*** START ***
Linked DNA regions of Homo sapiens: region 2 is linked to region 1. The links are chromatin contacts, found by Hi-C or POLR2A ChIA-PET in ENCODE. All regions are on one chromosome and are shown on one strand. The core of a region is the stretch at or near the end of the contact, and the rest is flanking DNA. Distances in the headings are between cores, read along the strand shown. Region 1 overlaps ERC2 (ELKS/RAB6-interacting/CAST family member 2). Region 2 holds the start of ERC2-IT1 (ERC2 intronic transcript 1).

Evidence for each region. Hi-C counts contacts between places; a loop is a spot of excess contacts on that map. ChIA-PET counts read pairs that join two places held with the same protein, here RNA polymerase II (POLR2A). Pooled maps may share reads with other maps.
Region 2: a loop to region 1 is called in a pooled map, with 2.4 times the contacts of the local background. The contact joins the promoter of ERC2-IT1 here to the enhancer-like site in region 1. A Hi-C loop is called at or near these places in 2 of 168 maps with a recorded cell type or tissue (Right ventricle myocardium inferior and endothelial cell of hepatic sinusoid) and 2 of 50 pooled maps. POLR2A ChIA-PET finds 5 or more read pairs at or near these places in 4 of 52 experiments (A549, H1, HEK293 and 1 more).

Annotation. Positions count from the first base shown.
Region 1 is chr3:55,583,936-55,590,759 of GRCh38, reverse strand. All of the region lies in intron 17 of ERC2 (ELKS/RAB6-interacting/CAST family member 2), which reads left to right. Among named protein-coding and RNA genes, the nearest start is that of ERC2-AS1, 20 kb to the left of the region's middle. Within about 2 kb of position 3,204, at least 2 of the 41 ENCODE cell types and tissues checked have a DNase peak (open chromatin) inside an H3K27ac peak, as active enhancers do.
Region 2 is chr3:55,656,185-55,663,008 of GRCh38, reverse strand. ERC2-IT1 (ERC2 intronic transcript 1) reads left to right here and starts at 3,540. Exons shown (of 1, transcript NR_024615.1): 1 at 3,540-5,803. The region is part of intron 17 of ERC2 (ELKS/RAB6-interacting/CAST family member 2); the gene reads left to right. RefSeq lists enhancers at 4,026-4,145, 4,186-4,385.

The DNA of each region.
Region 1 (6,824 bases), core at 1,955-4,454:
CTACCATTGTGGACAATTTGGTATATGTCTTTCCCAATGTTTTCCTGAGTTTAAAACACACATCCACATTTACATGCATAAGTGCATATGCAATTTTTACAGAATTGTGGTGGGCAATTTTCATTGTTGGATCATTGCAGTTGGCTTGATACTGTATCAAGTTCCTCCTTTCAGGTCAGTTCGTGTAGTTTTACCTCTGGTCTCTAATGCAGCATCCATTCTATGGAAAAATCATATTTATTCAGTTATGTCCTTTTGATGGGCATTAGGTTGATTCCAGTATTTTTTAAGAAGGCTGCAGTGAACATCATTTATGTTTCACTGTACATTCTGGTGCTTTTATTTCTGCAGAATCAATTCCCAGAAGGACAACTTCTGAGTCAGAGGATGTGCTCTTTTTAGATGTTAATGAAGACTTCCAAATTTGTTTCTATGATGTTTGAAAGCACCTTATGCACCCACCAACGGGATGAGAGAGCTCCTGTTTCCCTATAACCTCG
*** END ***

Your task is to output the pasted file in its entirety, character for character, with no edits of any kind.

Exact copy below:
Linked DNA regions of Homo sapiens: region 2 is linked to region 1. The links are chromatin contacts, found by Hi-C or POLR2A ChIA-PET in ENCODE. All regions are on one chromosome and are shown on one strand. The core of a region is the stretch at or near the end of the contact, and the rest is flanking DNA. Distances in the headings are between cores, read along the strand shown. Region 1 overlaps ERC2 (ELKS/RAB6-interacting/CAST family member 2). Region 2 holds the start of ERC2-IT1 (ERC2 intronic transcript 1).

Evidence for each region. Hi-C counts contacts between places; a loop is a spot of excess contacts on that map. ChIA-PET counts read pairs that join two places held with the same protein, here RNA polymerase II (POLR2A). Pooled maps may share reads with other maps.
Region 2: a loop to region 1 is called in a pooled map, with 2.4 times the contacts of the local background. The contact joins the promoter of ERC2-IT1 here to the enhancer-like site in region 1. A Hi-C loop is called at or near these places in 2 of 168 maps with a recorded cell type or tissue (Right ventricle myocardium inferior and endothelial cell of hepatic sinusoid) and 2 of 50 pooled maps. POLR2A ChIA-PET finds 5 or more read pairs at or near these places in 4 of 52 experiments (A549, H1, HEK293 and 1 more).

Annotation. Positions count from the first base shown.
Region 1 is chr3:55,583,936-55,590,759 of GRCh38, reverse strand. All of the region lies in intron 17 of ERC2 (ELKS/RAB6-interacting/CAST family member 2), which reads left to right. Among named protein-coding and RNA genes, the nearest start is that of ERC2-AS1, 20 kb to the left of the region's middle. Within about 2 kb of position 3,204, at least 2 of the 41 ENCODE cell types and tissues checked have a DNase peak (open chromatin) inside an H3K27ac peak, as active enhancers do.
Region 2 is chr3:55,656,185-55,663,008 of GRCh38, reverse strand. ERC2-IT1 (ERC2 intronic transcript 1) reads left to right here and starts at 3,540. Exons shown (of 1, transcript NR_024615.1): 1 at 3,540-5,803. The region is part of intron 17 of ERC2 (ELKS/RAB6-interacting/CAST family member 2); the gene reads left to right. RefSeq lists enhancers at 4,026-4,145, 4,186-4,385.

The DNA of each region.
Region 1 (6,824 bases), core at 1,955-4,454:
CTACCATTGTGGACAATTTGGTATATGTCTTTCCCAATGTTTTCCTGAGTTTAAAACACACATCCACATTTACATGCATAAGTGCATATGCAATTTTTACAGAATTGTGGTGGGCAATTTTCATTGTTGGATCATTGCAGTTGGCTTGATACTGTATCAAGTTCCTCCTTTCAGGTCAGTTCGTGTAGTTTTACCTCTGGTCTCTAATGCAGCATCCATTCTATGGAAAAATCATATTTATTCAGTTATGTCCTTTTGATGGGCATTAGGTTGATTCCAGTATTTTTTAAGAAGGCTGCAGTGAACATCATTTATGTTTCACTGTACATTCTGGTGCTTTTATTTCTGCAGAATCAATTCCCAGAAGGACAACTTCTGAGTCAGAGGATGTGCTCTTTTTAGATGTTAATGAAGACTTCCAAATTTGTTTCTATGATGTTTGAAAGCACCTTATGCACCCACCAACGGGATGAGAGAGCTCCTGTTTCCCTATAACCTCG